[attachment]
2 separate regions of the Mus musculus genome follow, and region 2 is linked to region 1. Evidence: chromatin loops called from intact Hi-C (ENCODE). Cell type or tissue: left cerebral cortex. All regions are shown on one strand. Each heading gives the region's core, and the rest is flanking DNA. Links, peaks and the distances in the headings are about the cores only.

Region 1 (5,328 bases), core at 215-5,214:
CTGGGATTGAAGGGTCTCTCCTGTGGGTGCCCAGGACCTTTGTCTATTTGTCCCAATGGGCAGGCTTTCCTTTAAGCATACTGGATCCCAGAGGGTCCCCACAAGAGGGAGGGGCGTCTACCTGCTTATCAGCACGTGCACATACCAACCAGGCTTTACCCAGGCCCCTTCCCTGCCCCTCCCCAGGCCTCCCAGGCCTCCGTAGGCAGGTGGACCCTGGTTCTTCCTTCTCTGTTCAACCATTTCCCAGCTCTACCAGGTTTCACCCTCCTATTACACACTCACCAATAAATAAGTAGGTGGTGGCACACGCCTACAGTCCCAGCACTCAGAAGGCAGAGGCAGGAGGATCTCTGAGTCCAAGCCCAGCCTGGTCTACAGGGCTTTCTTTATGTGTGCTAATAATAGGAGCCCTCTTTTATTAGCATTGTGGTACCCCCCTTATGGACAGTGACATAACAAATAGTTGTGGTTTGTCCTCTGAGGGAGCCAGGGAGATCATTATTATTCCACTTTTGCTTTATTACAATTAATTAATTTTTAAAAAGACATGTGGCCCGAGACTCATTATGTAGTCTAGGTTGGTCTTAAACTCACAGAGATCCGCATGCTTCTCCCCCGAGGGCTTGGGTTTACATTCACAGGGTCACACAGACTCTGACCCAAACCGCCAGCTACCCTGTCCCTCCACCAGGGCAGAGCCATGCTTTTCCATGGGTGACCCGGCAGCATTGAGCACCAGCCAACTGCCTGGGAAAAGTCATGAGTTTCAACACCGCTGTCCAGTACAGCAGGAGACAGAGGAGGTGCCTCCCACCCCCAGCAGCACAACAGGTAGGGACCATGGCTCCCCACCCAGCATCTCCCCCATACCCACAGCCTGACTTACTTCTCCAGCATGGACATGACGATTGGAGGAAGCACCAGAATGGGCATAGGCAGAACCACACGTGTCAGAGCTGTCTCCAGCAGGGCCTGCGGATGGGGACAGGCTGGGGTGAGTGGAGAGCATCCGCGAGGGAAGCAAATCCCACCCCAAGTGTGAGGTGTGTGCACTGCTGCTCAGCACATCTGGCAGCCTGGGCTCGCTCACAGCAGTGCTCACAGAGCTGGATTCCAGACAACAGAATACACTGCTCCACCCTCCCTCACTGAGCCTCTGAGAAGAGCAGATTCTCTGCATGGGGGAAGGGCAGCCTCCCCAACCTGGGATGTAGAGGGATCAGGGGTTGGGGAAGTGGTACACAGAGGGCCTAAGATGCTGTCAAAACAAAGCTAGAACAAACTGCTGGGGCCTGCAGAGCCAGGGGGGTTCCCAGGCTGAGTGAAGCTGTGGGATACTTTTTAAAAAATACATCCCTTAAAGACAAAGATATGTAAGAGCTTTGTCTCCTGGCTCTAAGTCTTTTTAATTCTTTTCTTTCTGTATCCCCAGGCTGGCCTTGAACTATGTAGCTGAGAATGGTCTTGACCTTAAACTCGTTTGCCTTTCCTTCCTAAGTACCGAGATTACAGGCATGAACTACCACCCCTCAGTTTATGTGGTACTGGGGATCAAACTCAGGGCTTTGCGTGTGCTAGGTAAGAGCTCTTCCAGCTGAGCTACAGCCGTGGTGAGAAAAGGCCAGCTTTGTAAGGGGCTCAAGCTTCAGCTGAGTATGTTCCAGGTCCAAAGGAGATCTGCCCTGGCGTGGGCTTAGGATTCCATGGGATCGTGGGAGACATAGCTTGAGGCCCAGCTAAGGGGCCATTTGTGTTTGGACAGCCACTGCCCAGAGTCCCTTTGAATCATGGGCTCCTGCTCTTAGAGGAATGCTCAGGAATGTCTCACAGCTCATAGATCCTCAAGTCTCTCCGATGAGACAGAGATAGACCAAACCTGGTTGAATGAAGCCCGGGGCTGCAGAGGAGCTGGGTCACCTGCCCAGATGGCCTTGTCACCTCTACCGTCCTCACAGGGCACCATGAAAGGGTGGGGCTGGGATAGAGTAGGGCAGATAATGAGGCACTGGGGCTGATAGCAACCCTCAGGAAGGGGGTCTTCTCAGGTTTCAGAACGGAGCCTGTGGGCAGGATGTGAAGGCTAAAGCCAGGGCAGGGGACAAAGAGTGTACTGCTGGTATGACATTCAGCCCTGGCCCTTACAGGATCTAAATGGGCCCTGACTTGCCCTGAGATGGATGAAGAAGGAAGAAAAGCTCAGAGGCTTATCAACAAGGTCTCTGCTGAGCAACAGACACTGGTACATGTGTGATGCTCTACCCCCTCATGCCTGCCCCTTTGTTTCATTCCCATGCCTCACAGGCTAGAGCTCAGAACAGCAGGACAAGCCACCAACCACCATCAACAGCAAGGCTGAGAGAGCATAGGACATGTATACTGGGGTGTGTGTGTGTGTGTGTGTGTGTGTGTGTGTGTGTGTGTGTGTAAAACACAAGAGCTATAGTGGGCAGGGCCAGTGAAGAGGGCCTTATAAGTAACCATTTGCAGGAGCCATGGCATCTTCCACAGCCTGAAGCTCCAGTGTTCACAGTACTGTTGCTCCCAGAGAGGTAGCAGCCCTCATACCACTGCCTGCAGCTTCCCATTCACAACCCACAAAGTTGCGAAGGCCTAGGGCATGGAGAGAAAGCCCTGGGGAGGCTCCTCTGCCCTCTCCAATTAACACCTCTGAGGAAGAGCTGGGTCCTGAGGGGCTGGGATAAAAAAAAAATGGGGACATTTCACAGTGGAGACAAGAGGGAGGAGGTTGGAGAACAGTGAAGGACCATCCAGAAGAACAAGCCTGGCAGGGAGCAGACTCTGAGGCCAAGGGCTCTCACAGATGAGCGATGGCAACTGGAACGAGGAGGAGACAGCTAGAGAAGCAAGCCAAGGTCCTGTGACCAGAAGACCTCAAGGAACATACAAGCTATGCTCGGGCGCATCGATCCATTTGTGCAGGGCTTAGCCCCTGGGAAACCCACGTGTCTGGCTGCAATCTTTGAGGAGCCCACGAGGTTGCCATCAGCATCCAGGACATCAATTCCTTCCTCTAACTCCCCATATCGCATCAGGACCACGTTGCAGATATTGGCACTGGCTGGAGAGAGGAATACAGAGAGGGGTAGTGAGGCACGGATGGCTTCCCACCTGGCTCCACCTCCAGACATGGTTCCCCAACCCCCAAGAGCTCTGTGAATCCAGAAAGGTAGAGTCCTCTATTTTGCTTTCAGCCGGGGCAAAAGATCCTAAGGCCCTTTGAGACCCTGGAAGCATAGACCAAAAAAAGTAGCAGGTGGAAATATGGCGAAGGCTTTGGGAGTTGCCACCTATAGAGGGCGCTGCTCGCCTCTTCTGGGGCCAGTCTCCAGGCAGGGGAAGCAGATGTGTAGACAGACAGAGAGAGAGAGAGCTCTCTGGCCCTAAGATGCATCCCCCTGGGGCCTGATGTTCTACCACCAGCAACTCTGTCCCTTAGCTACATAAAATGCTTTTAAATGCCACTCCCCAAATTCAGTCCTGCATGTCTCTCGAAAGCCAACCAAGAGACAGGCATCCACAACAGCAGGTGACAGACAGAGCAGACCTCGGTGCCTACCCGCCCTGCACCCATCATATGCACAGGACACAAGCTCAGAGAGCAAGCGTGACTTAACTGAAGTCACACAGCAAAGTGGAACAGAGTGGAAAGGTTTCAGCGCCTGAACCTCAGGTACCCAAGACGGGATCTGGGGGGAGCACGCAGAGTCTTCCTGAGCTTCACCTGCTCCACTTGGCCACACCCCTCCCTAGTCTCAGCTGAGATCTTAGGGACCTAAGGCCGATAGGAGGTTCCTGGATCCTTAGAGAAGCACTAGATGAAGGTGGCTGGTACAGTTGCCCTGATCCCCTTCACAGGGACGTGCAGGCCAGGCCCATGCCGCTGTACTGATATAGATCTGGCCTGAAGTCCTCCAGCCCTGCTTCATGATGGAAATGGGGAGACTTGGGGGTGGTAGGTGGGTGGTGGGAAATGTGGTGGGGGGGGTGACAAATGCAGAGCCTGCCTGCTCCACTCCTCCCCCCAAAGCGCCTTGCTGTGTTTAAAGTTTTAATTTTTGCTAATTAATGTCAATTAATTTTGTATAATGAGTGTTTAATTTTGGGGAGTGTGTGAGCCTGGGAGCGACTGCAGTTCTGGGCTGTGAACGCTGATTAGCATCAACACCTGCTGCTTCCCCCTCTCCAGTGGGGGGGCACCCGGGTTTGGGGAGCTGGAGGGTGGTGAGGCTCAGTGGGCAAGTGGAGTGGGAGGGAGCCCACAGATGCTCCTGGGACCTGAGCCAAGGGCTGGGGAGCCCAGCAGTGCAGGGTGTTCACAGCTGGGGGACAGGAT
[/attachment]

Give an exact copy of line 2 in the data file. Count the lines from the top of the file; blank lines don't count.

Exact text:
Region 1 (5,328 bases), core at 215-5,214: